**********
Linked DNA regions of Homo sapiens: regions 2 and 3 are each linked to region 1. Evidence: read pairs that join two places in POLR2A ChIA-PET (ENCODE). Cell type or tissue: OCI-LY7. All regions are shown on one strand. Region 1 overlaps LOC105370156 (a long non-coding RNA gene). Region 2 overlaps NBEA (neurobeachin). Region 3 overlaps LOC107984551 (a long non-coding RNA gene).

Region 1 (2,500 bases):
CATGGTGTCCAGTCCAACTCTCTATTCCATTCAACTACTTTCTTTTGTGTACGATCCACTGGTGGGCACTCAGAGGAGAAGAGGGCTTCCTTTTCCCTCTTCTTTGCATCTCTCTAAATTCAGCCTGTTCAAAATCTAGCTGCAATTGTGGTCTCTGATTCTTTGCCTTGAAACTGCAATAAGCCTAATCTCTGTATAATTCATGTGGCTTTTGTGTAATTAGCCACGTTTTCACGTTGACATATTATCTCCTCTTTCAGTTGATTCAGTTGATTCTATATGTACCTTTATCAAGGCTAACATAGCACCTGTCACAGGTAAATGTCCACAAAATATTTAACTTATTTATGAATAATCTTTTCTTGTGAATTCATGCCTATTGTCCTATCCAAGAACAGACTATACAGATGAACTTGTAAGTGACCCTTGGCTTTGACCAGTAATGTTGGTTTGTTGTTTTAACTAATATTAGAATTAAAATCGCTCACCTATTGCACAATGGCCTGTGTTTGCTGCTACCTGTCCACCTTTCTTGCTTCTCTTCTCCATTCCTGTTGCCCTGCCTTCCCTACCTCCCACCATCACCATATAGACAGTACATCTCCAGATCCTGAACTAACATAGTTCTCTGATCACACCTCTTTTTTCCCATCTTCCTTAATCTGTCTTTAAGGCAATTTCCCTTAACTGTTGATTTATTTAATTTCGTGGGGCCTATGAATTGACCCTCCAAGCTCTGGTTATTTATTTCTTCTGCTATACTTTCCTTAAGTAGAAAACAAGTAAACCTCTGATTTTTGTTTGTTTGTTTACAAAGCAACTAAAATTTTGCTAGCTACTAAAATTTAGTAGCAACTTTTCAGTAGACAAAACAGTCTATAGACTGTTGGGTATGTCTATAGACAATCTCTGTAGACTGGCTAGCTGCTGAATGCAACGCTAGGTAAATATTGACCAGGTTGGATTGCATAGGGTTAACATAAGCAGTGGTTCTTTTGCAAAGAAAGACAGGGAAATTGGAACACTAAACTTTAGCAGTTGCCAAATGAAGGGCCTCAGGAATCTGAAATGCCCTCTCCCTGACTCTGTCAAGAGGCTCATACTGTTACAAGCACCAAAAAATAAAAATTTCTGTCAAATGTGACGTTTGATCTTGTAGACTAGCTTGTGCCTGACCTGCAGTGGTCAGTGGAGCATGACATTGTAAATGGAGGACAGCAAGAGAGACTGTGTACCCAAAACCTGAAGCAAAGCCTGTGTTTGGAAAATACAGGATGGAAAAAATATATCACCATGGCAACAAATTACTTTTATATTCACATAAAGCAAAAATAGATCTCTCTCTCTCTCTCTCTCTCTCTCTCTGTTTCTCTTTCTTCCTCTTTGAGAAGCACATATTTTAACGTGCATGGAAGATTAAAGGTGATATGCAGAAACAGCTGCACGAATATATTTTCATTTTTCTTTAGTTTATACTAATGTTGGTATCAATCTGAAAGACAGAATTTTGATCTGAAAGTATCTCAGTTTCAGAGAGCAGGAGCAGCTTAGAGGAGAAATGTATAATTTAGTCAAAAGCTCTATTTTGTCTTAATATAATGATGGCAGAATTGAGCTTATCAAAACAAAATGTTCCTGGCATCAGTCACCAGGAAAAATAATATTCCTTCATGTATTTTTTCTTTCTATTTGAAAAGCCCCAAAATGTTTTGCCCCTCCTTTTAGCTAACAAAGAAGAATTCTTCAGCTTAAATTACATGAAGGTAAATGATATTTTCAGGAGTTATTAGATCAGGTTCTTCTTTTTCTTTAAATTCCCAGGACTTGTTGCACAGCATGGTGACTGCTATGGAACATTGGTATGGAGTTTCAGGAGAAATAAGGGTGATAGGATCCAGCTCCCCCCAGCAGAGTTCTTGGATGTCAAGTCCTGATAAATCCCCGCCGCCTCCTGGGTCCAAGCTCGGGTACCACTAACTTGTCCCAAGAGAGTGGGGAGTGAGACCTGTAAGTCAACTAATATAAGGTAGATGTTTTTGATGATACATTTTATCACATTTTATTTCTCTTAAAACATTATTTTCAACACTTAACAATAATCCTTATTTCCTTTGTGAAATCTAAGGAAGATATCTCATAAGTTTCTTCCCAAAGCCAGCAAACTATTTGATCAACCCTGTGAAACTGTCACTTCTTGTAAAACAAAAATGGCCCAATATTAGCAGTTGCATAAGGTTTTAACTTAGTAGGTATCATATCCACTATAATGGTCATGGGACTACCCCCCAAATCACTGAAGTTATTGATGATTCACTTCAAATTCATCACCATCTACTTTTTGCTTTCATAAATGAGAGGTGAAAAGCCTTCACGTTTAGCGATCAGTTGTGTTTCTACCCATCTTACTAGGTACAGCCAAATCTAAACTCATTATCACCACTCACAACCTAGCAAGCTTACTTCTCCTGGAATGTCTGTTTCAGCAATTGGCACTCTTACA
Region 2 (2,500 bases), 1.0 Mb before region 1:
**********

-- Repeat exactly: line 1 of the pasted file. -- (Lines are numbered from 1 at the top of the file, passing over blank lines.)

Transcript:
Linked DNA regions of Homo sapiens: regions 2 and 3 are each linked to region 1. Evidence: read pairs that join two places in POLR2A ChIA-PET (ENCODE). Cell type or tissue: OCI-LY7. All regions are shown on one strand. Region 1 overlaps LOC105370156 (a long non-coding RNA gene). Region 2 overlaps NBEA (neurobeachin). Region 3 overlaps LOC107984551 (a long non-coding RNA gene).